A number of theories have been put forward to explain the omission of mathematics from Nobel's original list. The most colorful suggestion is that Nobel was miffed at mathematicians after discovering that his wife had had an affair with the Swedish mathematician Magnus Mittag-Leffler. Of all the theories, this is the easiest to dismiss, for the simple reason that Nobel never had a wife. Another oft-repeated suggestion is that Nobel hated mathematics after doing poorly in it at school. It may or may not be true that Nobel wasn't good at math, but there is no evidence to suggest that a negative high school experience in the math class led to a desire to get back at the mathematicians later in life by not giving them one of his prizes.

By far the most likely explanation, I think, is that he viewed mathematics as merely a tool used in the sciences and in engineering, not as a body of human intellectual achievement in its own right. He also did not single out biology, possibly likewise regarding it as just a tool for medicine, a not unreasonable view to have in the late 19th century.

"Fields Medals" are more properly known by their official name, "International medals for outstanding discoveries in mathematics." The medal is accompanied by a cash prize of CND$15,000.

Atiyah himself received a Fields Medal in 1966.

There are some unique characteristics of the Fields Medal that make it different from a Nobel Prize. First it is awarded only every fourth year. Second, it is given for mathematical work done before the recipient is 40 years of age. Third, the monetary prize that goes with the Fields Medal is considerably less than the Nobel Prize. Fourth, the Fields Medal does not come out of Scandinavia.

When the Norwegian Academy of Science decided to create a prize for mathematics in honor of Abel, they did so with the intention of rectifying what they saw as an omission on the part of Nobel.

Michael Francis Atiyah was born in 1929 in London. He got his B.A. and his doctorate from Trinity College, Cambridge. He spent the greatest part of his academic career at the Universities of Cambridge and Oxford. He was the driving force behind the creation of the Isaac Newton Institute for Mathematical Sciences in Cambridge and became its first director. He was elected a Fellow of the Royal Society in 1962 at the age of 32, and was the Society's president from 1990 to 1995. He was knighted in 1983 (hence "Sir Michael") and made a member of the Order of Merit in 1992.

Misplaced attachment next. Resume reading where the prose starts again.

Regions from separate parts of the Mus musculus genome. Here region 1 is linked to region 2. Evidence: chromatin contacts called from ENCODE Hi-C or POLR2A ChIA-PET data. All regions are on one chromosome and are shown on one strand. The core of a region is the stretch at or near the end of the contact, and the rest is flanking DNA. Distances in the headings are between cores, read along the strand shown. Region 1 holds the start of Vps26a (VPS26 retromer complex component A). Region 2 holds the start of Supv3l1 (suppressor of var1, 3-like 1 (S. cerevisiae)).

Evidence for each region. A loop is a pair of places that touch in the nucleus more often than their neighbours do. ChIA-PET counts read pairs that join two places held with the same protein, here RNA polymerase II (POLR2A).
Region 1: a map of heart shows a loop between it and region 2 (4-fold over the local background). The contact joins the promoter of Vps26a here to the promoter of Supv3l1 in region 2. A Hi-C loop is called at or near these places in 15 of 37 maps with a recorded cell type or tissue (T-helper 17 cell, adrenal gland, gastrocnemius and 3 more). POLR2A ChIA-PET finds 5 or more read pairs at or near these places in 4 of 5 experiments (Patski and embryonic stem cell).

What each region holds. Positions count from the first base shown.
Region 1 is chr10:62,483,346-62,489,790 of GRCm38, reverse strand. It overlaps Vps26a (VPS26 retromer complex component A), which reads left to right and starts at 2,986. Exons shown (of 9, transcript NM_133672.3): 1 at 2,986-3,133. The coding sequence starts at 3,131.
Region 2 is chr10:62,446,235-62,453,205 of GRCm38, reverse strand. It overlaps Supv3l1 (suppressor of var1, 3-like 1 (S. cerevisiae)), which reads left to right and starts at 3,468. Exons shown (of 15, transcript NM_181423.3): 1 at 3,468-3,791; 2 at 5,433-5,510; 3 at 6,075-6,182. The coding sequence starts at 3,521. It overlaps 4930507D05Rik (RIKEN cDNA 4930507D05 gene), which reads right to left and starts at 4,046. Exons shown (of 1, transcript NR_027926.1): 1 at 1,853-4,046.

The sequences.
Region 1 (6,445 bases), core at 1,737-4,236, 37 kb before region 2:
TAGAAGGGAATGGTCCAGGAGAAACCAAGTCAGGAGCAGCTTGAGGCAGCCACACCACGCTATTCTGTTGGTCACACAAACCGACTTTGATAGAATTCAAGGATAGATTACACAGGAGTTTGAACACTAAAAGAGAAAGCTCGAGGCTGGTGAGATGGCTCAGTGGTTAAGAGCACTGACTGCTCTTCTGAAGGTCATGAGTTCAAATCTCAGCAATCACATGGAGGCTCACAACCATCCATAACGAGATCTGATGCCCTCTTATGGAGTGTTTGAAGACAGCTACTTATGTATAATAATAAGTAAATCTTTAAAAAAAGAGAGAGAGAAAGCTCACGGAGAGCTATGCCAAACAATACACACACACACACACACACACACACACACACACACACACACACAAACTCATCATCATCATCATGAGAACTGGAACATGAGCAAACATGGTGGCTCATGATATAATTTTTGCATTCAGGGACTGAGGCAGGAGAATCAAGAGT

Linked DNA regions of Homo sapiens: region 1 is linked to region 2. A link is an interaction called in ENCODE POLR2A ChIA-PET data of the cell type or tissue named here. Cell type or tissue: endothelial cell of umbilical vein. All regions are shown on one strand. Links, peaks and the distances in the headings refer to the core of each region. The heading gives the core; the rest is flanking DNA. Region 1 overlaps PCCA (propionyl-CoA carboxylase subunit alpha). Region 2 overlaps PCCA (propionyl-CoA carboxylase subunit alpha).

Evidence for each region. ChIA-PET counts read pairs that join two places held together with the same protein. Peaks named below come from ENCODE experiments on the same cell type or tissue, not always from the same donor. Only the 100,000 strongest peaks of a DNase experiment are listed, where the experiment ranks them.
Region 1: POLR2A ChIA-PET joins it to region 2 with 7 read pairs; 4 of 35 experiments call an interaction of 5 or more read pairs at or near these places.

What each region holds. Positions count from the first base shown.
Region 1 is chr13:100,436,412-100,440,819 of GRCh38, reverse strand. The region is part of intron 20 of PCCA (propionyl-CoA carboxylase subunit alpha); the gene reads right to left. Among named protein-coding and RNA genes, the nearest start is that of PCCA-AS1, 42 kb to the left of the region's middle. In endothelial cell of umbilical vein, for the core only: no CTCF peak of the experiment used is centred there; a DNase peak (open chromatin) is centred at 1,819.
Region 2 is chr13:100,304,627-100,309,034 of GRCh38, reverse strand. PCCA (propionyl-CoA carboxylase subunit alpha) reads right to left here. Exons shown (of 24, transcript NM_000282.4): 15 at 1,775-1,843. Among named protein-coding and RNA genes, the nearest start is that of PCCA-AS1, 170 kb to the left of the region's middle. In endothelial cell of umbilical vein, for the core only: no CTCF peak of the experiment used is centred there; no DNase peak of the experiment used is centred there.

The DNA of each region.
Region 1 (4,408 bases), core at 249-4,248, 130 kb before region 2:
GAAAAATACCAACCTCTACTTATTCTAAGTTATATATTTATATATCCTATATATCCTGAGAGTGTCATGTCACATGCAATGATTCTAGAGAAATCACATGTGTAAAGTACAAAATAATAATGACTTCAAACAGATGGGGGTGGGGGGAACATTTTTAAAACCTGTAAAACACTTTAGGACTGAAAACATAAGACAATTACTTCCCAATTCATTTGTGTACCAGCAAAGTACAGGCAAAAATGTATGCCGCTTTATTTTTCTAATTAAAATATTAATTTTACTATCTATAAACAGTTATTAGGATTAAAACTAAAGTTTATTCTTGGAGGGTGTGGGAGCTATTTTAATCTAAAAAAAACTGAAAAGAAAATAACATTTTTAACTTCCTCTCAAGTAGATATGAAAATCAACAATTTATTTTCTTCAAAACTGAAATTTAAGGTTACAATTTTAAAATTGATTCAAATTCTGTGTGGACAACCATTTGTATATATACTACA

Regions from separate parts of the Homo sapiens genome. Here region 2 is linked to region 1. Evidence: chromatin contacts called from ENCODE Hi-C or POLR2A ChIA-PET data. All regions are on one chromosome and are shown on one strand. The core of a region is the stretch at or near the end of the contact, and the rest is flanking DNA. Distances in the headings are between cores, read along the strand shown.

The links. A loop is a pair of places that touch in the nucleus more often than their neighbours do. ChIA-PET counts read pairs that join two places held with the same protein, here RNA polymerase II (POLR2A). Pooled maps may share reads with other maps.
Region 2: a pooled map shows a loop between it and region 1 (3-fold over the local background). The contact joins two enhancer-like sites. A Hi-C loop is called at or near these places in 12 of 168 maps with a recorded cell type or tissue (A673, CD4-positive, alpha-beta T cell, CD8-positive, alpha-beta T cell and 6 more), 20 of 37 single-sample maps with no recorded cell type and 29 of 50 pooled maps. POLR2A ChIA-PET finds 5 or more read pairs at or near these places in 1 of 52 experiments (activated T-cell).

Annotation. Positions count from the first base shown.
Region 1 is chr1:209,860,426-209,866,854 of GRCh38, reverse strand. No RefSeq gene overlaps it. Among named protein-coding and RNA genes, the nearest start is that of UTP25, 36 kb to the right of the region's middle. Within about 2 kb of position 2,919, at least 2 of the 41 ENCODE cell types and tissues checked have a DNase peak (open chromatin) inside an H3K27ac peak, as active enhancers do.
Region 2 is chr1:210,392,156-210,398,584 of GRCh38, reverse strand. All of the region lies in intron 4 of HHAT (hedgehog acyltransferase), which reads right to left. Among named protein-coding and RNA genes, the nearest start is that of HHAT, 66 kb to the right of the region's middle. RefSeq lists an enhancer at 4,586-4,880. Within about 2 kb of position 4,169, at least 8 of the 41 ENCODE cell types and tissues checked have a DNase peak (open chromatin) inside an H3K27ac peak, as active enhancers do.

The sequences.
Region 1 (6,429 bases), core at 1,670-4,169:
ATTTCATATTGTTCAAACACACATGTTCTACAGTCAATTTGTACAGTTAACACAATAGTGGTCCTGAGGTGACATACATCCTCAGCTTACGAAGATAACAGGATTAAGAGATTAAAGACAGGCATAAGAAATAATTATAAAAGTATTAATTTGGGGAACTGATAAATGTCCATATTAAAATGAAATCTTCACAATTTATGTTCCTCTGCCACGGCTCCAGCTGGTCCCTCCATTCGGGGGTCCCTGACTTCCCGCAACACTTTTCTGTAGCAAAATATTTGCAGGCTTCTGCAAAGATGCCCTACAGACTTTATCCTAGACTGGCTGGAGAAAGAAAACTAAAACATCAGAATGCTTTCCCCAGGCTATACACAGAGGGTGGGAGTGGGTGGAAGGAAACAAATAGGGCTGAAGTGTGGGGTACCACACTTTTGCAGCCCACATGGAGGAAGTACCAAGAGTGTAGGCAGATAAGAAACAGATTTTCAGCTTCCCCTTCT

Because of its technical and highly abstract nature of the Index Theorem, it isn't possible to give a precise statement in a column such as this. The exact formulation requires a heady mix of K-theory, functional analysis, and global analysis. Not long after I got my Ph.D., I met Atiyah in Oxford, and rushed off to read up about his famous theorem. I soon gave up, having decided that life was too short and I had my own mathematical research career to work on.

The press announcement of the award released by the Norwegian Academy of Sciences tried to convey the essence of the result with these words:

"We describe the world by measuring quantities and forces that vary over time and space. The rules of nature are often expressed by formulas involving their rates of change, so-called differential equations. Such formulas may have an "index", the number of solutions of the formulas minus the number of restrictions which they impose on the values of the quantities being computed. The index theorem calculated this number in terms of the geometry of the surrounding space. ... The Atiyah-Singer Index Theorem was the culmination and crowning achievement of a more than 100-year old development of ideas, from Stokes's theorem, which students learn in calculus classes, to sophisticated modern theories like Hodge's theory of harmonic integrals and Hirzebruch's signature theorem."Let's try to get a bit closer to the real thing.

Start with a compact smooth manifold
(without boundary) and an elliptic operator
*E* on it. (*E* is a differential
operator acting on smooth sections of a
given vector bundle. Laplacians are
examples of elliptic operators.) The
property of being *elliptic* is
expressed by a *symbol s* that can be
seen as coming from the coefficients of the
highest order part of *E*; *s* is
a bundle section and required to be non-zero.
(In the case of a Laplacian, *s*
is a positive-definite quadratic form.) The
*index* of *E* is defined as the
difference between the dimension of the
kernel of *E* and the dimension of the
cokernel of *E*. The "index problem"
is to compute the index of *E* using
only the symbol *s* and topological
information about the manifold and the
vector bundle. This problem seems to have
emerged in the late 1950s. The Atiyah-Singer
Index Theorem is its solution.

Devlin's Angle is updated at the beginning of each month.

Devlin's most recent book is The Millennium Problems: The Seven Greatest Unsolved Mathematical Puzzles of Our Time, published by Basic Books (hardback 2002, paperback 2003).